Google tackles top security complaint among Chrome users

Users say browser settings are being hijacked by malicious code hidden in free downloads

Google is bolstering its defenses against what it says is the number one complaint among Chrome users, the hijacking of browser settings by malicious code hidden in free downloads such as screensavers, games and video plugins.

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The company is enhancing the Chrome feature that enables users to reset their browser settings to their original defaults in order to remove all malicious plugins and apps. Besides providing the reset option, Google will also alert users when browser settings have been changed and provide the option of one-click reset.

"Alerts about when a Chrome plug-in is trying to change browser settings are one important piece of a defense strategy against malware," Stephen Brunetto, director of product management at security vendor Trustwave, said.

Hackers will often try to change browser settings as part of a click-fraud scheme in which the new settings will direct users to search engine pages or a new homepage. The pages typically try to entice visitors to click on links that the attackers will profit from.

Linus Upson, vice president of engineering at Google, said in a blog post that the number of such click-fraud schemes is growing at an "alarming rate."

"Settings hijacking remains our number one user complaint," Upson said.

The alerts, which will appear at the bottom of the browser window, will only be available on Windows PCs. People who choose the reset option will have to go back and reactivate any extensions, apps and themes they had installed. This can be done by going to the Chrome menu and looking under "More tools [is greater than] Extensions."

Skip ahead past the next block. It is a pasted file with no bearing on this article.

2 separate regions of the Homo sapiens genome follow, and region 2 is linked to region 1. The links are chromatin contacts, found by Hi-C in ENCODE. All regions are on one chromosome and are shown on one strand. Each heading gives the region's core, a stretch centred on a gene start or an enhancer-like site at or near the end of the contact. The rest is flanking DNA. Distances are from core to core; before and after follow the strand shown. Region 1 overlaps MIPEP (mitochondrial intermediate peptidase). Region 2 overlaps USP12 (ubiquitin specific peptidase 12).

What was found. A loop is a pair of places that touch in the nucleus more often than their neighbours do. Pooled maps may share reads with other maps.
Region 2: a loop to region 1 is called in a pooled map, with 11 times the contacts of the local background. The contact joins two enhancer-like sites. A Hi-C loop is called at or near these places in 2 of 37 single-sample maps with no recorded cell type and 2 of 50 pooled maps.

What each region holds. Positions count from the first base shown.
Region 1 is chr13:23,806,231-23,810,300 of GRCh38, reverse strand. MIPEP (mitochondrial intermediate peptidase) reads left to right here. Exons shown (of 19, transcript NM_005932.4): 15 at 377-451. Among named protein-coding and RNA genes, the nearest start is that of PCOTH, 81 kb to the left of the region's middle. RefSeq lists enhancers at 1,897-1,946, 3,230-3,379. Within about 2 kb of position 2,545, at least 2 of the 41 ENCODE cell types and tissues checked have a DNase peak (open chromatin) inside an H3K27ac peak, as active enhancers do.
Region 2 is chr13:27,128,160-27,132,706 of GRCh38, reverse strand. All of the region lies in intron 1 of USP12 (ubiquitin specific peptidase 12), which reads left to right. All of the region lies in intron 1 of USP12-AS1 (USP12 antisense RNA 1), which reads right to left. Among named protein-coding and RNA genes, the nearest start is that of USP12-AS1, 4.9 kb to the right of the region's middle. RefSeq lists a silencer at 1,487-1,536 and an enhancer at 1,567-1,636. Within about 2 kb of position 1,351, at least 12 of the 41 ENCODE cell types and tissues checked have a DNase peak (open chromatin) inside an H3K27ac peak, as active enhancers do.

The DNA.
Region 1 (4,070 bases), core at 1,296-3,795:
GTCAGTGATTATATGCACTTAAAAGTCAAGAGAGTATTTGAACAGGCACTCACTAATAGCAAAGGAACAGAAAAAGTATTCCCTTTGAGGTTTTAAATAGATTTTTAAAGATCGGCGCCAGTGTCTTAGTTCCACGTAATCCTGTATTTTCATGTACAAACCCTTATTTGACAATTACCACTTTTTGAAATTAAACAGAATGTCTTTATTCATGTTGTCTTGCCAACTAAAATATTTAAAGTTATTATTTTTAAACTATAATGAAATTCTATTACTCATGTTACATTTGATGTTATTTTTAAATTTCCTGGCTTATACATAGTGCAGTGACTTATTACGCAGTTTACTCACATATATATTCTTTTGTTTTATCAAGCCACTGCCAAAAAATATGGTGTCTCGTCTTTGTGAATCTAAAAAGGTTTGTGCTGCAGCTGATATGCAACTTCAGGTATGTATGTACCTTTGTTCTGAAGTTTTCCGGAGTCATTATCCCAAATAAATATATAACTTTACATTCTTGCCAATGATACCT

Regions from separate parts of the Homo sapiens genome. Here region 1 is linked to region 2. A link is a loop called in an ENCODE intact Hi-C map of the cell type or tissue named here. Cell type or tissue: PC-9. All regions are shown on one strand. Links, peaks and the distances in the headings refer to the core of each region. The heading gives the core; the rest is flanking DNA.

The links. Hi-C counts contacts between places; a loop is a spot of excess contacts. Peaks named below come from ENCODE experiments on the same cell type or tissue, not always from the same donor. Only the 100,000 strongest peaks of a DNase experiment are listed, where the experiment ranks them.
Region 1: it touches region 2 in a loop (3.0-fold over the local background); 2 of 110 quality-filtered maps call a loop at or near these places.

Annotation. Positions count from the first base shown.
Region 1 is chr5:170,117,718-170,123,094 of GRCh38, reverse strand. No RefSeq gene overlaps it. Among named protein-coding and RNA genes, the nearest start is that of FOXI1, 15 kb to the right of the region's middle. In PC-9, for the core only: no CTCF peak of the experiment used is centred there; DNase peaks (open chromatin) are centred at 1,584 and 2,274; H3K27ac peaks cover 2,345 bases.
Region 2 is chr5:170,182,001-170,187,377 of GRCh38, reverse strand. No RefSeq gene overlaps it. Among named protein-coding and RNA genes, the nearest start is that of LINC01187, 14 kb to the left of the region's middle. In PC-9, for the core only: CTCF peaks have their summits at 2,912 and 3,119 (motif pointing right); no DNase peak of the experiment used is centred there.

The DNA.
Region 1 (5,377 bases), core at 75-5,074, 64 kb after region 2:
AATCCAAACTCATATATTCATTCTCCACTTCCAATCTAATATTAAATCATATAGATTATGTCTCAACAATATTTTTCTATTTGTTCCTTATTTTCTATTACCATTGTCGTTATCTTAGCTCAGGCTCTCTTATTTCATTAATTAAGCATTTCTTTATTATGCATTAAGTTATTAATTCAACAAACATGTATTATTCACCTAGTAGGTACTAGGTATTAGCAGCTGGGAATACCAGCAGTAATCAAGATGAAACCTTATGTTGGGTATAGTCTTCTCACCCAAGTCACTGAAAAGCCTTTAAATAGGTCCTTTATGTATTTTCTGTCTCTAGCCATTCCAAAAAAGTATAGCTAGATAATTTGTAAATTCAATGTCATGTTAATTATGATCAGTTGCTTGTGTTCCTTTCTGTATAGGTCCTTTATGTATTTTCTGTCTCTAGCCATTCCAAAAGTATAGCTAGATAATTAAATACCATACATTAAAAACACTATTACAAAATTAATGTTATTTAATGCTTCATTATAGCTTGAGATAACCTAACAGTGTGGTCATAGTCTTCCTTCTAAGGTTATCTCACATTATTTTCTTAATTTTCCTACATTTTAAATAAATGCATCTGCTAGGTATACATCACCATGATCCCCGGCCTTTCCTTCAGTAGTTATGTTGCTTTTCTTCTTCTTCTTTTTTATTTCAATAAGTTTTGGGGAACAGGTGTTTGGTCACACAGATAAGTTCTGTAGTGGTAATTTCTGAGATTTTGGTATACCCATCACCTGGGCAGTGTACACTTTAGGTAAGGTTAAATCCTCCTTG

Also, some hijacking malware are particularly troublesome, in that they are difficult to remove and sometimes return in a short time and change the browser settings again. In those cases, Upson recommends going to the Chrome help forum for more information on how to remove such programs.

The enhancement is part of Google's Safe Browsing feature that flags websites Google has identified as malicious. The feature automatically prevents downloads from those sites. Google says it flags 10,000 new websites everyday.

For businesses and consumers, preventing users from visiting malicious websites is key to defending against phishing attacks, which is when a hacker sends email designed to trick recipients into clicking on a link to a compromised site.

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"The most common and effective security threats facing users today are socially engineered malware and phishing attacks," NSS Labs said in its 2013 security analysis of the major browsers, including Chrome, Internet Explorer, Safari, Firefox and Opera.

Google's Safe Browsing is used by Chrome, Firefox and Safari, which all came within four percentage of each other and were the top three browsers in catching malicious websites. Microsoft IE was a distant 13 percentage points behind the leader.

However, browsers are continuously updated, so standings often change from one study to another.

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